GREELEY — Site selectors representing law, accounting and real estate firms that search out best places for client companies to locate say Northern Colorado has a story to tell, has attributes that major U.S. and international companies desire and would blow away the competition if the region comes to grips with training young people in vocational trades.
The Northern Colorado Economic Alliance, which is rebranding as OneNoCo,
hosted five site selectors this week. Starting Wednesday night, they introduced them to major business, educational and governmental players, toured them throughout Northern Colorado and ended Friday in Greeley with a luncheon at which the selectors talked about their observations and gave suggestions for driving economic and job development in the region.
Virtually all their clients want assurances that the right people with the right skills exist in a region where they’ll locate operations, they said. And lack of vocational skills has become the major impediment for many of their clients.
Benton Blaine, a site selector for Ernst & Young LLP, said he has a client looking for a place to locate a plant and employ “a couple thousand employees.” But he hasn’t been able to find anyplace “because the hubs that have absorbed so much of the industrial development in the country are tapped out.”
“There’s a significant lack of vocational training all over the country,” he said. He encouraged regional economic developers to “T-up the next generation with vocational training.” He also described a vocational training facility in his home state of North Carolina that is able to produce high-demand graduates who receive written job offers six months before graduation.
“Companies will find it (vocational skill) if you’ve got it,” he said.
The five site selectors said companies first need to know that they’ll have workers before they’ll even consider availability of sites or incentives from local or state governments.
They said that Northern Colorado’s history works in its favor in getting the attention of companies looking to expand or relocate.
Gary Yates, vice president with Chicago-based commercial real estate firm JLL, said in the short visit to Northern Colorado he met numerous people who previously worked at Hewlett-Packard or Kodak, companies that downsized 20 or more years ago. “They all came out of those companies as entrepreneurs,” he said. The region has done a good job of supporting those entrepreneurs so that they could stay here and create new companies. Companies looking to expand like entrepreneurs and people who are innovative, he said.
Angela Grace, a lawyer from Alabama who specializes in working with European companies, said “every company is looking to get closer to innovation. You can’t underestimate the importance of innovation,” she said.
She described other countries that compete economically with the U.S. as less innovative than the U.S. “They are optimizers, not innovators. We’re the innovators.”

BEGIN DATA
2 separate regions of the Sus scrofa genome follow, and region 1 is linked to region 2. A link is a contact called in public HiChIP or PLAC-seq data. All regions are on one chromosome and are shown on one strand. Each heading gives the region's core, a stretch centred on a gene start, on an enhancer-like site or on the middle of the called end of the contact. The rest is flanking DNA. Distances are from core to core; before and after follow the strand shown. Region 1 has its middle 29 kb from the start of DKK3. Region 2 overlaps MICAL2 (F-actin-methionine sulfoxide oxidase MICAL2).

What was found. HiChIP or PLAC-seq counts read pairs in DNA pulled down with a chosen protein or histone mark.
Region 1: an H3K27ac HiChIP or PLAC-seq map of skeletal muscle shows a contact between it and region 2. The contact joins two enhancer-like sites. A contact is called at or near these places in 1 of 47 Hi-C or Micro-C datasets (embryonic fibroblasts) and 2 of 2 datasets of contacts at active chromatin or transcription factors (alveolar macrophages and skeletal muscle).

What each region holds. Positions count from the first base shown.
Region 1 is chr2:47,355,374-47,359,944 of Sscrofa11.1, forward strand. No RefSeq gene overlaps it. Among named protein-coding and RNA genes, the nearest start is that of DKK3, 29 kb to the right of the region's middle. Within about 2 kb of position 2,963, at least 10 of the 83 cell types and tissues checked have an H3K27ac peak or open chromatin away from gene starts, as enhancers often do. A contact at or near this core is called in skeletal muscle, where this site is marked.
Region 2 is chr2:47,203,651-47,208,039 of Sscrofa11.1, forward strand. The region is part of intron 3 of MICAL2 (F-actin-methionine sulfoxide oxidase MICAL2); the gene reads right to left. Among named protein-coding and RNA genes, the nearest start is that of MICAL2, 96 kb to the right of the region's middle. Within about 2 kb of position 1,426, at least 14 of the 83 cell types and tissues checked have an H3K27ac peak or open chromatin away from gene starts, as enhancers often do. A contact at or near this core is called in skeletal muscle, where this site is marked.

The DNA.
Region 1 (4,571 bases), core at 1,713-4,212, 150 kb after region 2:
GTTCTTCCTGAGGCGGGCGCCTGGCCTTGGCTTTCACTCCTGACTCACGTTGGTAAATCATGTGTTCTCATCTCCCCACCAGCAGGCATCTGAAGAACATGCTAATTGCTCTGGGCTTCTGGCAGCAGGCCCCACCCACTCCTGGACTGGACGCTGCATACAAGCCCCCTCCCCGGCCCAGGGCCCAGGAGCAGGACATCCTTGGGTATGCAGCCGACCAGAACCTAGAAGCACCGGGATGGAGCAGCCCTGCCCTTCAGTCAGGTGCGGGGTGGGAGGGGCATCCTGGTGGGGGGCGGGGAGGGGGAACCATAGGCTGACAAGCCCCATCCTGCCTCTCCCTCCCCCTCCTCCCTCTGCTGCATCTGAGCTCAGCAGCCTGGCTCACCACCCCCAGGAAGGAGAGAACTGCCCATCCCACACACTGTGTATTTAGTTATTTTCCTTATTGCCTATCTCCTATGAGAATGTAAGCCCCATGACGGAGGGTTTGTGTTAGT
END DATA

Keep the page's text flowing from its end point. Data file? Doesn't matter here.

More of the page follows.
Kevin Major, a senior director with real estate company CBRE, said the region has a low unemployment rate but is experiencing underemployment of its workforce, which is a positive for companies coming in. Companies needing engineers will like that there are seasoned engineers here who have settled down with their families. “Companies want security (of their workforces) and if they know that the market has stickiness with the engineers they hire, they’ll like that.”
The group said that the region needs to determine where it wants to focus and then tell the story. Some areas of the country, for example, have spent millions to create brands that have attracted numerous companies.
Grace said aerospace is “a no brainer” if the region is looking for an area of concentration. She also said the region could provide leadership in alternative energy development. Sports and leisure activities would be a third area of emphasis for Northern Colorado, she said.
“The lowest hanging fruit you have are the companies already here; ask them how you can help them grow,” she said.
Christopher Lloyd, senior vice president of the law firm McGuireWoods based in Richmond, Va., said the region needs to define what it wants to be. “What are you going to be good at, so you don’t become everytown U.S.A.”
Lloyd said once the regional emphases are determined, then “identify the startups within that and grow them. Grow 50 companies with 10 employees into 50 companies with 100 employees.”
The site selectors provided advice about incentives. Large companies, said Blaine, often target a return of 10 to 20 percent of their capital expenditure in incentives. But Grace said if a company is saying the incentives are the most important, “be careful. They’re using you.” Incentives should be used to close the financial gap in a company’s expansion plans.
Blaine said companies “would rather have a solution (to their issues), not cash.”
Yates said that “states that offer the biggest incentives do so because they have a tax to overcome.”
In response to a question about transportation, all said that improving infrastructure is critical to growing companies. Regional strengths are lost if connecting highways have stop lights every few feet, they said.
Lloyd concluded the transportation discussion with an admonition not to wait for the federal government to help. “The federal government has failed and will not be your infrastructure partner. You need to raise taxes to build infrastructure,” he said.